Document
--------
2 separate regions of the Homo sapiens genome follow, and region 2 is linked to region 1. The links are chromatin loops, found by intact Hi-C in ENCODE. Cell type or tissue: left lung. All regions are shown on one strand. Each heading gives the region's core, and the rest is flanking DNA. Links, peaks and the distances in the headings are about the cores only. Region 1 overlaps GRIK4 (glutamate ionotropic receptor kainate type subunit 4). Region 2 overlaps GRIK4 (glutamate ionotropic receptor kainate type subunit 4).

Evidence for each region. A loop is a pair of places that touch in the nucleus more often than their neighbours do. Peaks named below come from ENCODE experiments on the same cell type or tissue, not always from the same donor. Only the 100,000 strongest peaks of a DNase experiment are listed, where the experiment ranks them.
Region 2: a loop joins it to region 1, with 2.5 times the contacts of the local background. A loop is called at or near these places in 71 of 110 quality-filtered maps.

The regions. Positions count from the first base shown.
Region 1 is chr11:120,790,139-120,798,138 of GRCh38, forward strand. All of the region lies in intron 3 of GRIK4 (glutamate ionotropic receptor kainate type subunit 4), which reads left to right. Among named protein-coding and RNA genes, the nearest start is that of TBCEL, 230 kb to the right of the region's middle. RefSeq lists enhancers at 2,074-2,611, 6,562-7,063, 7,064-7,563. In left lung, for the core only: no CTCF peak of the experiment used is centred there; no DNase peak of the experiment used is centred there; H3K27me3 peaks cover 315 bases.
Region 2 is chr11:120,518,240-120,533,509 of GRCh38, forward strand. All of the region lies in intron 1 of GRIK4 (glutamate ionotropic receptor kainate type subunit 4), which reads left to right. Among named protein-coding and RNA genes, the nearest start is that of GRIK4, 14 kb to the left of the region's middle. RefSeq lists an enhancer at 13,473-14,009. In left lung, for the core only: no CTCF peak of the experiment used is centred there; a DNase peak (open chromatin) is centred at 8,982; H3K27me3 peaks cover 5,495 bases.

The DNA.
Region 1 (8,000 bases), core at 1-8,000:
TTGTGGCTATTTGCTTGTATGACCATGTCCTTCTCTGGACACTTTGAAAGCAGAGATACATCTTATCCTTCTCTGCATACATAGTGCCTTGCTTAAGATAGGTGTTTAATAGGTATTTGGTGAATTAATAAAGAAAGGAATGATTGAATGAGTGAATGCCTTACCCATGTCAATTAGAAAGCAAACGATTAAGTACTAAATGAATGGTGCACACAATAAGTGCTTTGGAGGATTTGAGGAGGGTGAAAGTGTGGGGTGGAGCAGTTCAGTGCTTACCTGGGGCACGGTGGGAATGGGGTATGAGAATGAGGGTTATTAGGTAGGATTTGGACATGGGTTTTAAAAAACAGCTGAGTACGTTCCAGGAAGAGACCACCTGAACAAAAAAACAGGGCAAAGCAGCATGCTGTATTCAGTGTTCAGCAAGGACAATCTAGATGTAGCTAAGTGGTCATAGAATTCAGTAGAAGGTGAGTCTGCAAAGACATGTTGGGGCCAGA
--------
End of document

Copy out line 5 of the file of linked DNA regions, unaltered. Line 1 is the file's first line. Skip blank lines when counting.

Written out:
Region 1 is chr11:120,790,139-120,798,138 of GRCh38, forward strand. All of the region lies in intron 3 of GRIK4 (glutamate ionotropic receptor kainate type subunit 4), which reads left to right. Among named protein-coding and RNA genes, the nearest start is that of TBCEL, 230 kb to the right of the region's middle. RefSeq lists enhancers at 2,074-2,611, 6,562-7,063, 7,064-7,563. In left lung, for the core only: no CTCF peak of the experiment used is centred there; no DNase peak of the experiment used is centred there; H3K27me3 peaks cover 315 bases.